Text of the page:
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They then suggest that we should pass a resolution of the House within the next few days to ensure that that is achieved.

Of course we should lean heavily in favour of Sir Christopher’s recommendations, but his proposals could contain flaws or the odd shortcoming, and our job is to make sure that he has things right before we legislate. I am sure that he would expect us to do that, too, just as I am sure that he is annoyed by the pre-emption of his report embodied in the Bill. His proposals should be subject to proper scrutiny by examination in Parliament, including by a Select Committee, before they become effective.

The Government’s almost panic-stricken determination to rush the Bill through the House in three days illustrates so much of what is wrong with how we now make our laws. It exposes the shallowness of the Government’s professed commitment to improve how the House scrutinises legislation and the Executive. And, if we allow the Executive to get away with this, that will confirm the public’s suspicions that Parliament counts for little these days in the face of an increasingly presidential Government.

The Lord Chancellor described the Bill as “emergency legislation”. We certainly have a crisis, but I do not think that we have an emergency. I hope that the House of Lords will now scrutinise the Bill carefully and at a more measured pace. I particularly hope that it will attach a sunset clause; anything called “emergency legislation” probably warrants one. That would force us to consider in a more measured way what was needed for the longer term once we had the Kelly report. It would also give us the opportunity to implement Sir Christopher’s recommendations, some of which may well have a bearing on the shape of the Bill, and to consult others, including the public. Only with the support of the public will it be worth legislating in the first place.

Several hon. Members rose

Mr. Deputy Speaker (Sir Michael Lord): Order. May I say to the House that after the next speaker has finished I propose to reduce the time limit on Back-Bench speeches to eight minutes?

8.44 pm

Mr. Bernard Jenkin (North Essex) (Con): I very much enjoyed the speech by my hon. Friend the Member for Chichester (Mr. Tyrie), who conducted himself in a typically measured and cautious way. I may be about to be less cautious in my response to the Bill.

The real test for the Bill is to ask whether it will make Parliament work better, whether it will make better MPs, and whether it will really address the anger that British people feel about MPs. I would submit that it will not, as currently drafted. Our expenses claims are not the sole source of the despair about politics and politicians in our country: the disillusionment of voters has far more profound causes. My hon. Friend the Member for Windsor (Adam Afriyie) spoke about the role of MPs. Why does Parliament exist? It exists, and it has always existed, to protect the public interest and the freedom of the citizen. It does so in three ways: by holding the Executive to account to prevent the abuse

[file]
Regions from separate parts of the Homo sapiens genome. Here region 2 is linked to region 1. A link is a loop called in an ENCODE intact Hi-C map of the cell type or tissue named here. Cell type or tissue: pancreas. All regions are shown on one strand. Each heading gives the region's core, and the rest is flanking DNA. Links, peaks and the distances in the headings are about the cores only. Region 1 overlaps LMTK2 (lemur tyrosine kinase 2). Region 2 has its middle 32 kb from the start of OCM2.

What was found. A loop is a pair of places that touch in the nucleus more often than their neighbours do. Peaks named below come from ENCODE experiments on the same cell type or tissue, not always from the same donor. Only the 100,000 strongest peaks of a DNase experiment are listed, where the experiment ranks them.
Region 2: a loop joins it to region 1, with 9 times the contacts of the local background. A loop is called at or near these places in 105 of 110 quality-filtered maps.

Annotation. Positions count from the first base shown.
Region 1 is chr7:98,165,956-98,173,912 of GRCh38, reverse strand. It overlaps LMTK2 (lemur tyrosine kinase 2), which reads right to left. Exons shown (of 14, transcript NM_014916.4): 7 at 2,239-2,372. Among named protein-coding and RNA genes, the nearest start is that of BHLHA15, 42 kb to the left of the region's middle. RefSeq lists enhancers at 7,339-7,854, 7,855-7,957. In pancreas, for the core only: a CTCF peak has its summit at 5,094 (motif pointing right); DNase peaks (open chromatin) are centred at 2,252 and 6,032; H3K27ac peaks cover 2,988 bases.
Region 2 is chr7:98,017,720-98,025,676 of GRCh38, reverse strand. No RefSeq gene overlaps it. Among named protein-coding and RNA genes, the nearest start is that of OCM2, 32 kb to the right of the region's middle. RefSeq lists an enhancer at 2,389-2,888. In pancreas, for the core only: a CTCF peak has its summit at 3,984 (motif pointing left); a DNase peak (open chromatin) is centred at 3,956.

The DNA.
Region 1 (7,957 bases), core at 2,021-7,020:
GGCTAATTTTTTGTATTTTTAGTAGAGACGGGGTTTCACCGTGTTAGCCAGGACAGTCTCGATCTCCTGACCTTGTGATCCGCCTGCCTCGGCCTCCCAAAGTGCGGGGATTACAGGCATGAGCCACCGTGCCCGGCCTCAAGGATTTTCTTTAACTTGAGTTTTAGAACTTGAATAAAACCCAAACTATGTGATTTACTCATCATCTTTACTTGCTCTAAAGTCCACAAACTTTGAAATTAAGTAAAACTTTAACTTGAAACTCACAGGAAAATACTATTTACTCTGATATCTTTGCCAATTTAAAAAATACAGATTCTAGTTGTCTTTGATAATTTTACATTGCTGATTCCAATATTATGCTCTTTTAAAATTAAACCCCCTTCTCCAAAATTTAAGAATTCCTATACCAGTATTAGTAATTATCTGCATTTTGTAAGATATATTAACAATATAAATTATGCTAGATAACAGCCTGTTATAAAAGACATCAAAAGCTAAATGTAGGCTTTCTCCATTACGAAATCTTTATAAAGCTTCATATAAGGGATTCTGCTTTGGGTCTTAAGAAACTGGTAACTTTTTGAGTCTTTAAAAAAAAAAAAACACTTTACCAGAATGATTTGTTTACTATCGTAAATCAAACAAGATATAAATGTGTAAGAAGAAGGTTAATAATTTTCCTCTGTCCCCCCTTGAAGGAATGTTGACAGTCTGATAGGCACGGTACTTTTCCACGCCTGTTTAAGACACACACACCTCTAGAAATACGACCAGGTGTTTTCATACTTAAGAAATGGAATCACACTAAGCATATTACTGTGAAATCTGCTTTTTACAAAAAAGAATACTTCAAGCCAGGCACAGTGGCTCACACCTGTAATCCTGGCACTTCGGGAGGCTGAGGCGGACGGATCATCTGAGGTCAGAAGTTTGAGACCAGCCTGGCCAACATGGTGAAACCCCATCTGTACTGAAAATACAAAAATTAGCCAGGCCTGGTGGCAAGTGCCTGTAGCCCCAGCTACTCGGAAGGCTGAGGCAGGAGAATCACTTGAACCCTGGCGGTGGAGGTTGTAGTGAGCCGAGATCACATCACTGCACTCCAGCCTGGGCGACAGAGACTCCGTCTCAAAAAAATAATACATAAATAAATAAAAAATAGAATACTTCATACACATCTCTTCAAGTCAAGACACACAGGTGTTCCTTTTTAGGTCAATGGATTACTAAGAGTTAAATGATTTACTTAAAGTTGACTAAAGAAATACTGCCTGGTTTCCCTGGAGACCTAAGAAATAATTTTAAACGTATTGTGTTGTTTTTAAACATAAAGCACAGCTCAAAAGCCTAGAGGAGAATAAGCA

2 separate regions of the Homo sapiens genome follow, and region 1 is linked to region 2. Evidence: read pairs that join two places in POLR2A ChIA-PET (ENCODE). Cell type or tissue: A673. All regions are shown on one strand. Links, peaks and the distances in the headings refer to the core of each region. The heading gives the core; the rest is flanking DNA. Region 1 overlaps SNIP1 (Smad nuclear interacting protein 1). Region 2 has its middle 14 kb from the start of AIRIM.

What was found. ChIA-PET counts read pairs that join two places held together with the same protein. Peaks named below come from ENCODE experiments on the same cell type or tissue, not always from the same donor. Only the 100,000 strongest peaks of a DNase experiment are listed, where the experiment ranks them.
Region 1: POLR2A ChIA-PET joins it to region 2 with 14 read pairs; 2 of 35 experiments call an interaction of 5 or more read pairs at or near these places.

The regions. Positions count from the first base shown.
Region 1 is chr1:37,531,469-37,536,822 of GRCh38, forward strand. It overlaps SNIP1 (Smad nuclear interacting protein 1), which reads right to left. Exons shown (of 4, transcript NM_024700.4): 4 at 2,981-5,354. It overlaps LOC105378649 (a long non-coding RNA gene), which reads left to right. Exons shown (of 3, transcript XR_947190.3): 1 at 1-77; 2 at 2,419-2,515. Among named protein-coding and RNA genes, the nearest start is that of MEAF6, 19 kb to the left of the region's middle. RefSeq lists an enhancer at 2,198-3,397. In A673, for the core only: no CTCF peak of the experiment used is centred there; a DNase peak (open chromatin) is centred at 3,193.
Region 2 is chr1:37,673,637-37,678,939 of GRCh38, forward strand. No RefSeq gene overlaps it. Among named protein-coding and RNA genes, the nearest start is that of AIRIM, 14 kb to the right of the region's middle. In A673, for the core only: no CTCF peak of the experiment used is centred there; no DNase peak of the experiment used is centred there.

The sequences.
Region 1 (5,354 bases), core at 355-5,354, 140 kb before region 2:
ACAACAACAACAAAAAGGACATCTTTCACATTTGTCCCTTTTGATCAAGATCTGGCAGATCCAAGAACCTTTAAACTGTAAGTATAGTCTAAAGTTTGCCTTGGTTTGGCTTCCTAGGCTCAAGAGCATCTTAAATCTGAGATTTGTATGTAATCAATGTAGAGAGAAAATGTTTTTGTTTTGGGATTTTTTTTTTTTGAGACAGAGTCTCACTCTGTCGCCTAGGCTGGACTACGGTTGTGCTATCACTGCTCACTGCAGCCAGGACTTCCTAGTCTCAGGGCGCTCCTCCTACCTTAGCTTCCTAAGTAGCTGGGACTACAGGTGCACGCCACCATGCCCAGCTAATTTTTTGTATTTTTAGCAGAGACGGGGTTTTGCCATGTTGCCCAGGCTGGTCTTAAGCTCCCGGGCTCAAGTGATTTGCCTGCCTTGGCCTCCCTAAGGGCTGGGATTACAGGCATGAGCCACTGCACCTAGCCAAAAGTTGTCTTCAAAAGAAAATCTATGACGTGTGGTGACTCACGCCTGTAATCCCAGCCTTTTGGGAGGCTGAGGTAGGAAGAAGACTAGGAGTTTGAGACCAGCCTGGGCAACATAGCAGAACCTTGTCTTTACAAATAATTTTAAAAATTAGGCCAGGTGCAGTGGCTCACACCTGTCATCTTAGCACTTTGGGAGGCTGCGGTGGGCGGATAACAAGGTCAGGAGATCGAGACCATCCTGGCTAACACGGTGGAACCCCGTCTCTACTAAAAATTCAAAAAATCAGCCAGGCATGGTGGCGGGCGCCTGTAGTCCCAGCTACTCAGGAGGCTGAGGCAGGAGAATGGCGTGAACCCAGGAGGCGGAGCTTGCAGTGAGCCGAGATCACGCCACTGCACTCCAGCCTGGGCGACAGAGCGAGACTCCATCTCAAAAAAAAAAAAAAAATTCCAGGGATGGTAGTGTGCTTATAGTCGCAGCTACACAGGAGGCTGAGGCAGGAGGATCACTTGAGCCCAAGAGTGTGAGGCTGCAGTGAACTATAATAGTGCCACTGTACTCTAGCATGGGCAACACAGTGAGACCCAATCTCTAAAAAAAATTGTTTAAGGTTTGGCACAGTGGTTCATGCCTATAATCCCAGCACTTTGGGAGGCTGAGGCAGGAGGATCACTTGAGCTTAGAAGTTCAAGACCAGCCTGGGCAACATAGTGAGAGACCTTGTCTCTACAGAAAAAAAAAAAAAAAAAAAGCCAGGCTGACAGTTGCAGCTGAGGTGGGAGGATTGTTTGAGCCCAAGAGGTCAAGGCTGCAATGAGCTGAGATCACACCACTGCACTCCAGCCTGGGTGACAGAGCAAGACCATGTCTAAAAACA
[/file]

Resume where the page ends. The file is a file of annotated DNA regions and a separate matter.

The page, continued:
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of power; by ensuring that legislation is well drafted and fit for purpose; and by scrutinising public spending to ensure value for the taxpayer.

That is what we should be doing in this House for our constituents, but are we collectively doing a good job? In recent decades MPs have become increasingly ineffective, and much of the public anger now directed at MPs over expenses must be attributed to that wider failure. I have come to support the principle of independent regulation of MPs’ expenses, as I set out in a supplementary letter to the chairman of the Committee on Standards in Public Life, who raised the question with a group of MPs who were giving him informal evidence. However, it is perfectly possible for the Bill to achieve the objective of independent regulation without compromising fundamental constitutional principles that have underpinned our democracy for more than 300 years.

Mr. Straw: I know that it is commonplace to say that MPs have become less effective than they were, but all the evidence, including evidence given before the Committee that I chaired three years ago, shows the reverse. On every single measure, MPs are more effective, more assertive and more independent. Aside from the important issue of time spent in this House, where I accept that there is a problem, they have become more effective.

Mr. Jenkin: I invite the Justice Secretary to listen to my arguments.

The Bill further undermines MPs’ independent capacity to represent the interests of their constituents in the national interest. As the Justice Secretary said, the House of Commons already sits shorter and shorter hours. Recesses seem to get longer and more numerous. An increasing number of decisions are taken other than in Parliament—in Whitehall, in Brussels, or in the courts, and increasingly not even in our own courts. Legislation increasingly passes through the House of Commons without being scrutinised, this Bill being a case in point, as my hon. Friend the Member for Chichester remarked. Ministers have more and more order-making powers, and there is more and more delegated legislation. Ministers have become legislators in their own right, not least when they sit in the EU Council of Ministers. More and more public money is voted through without any semblance of debate.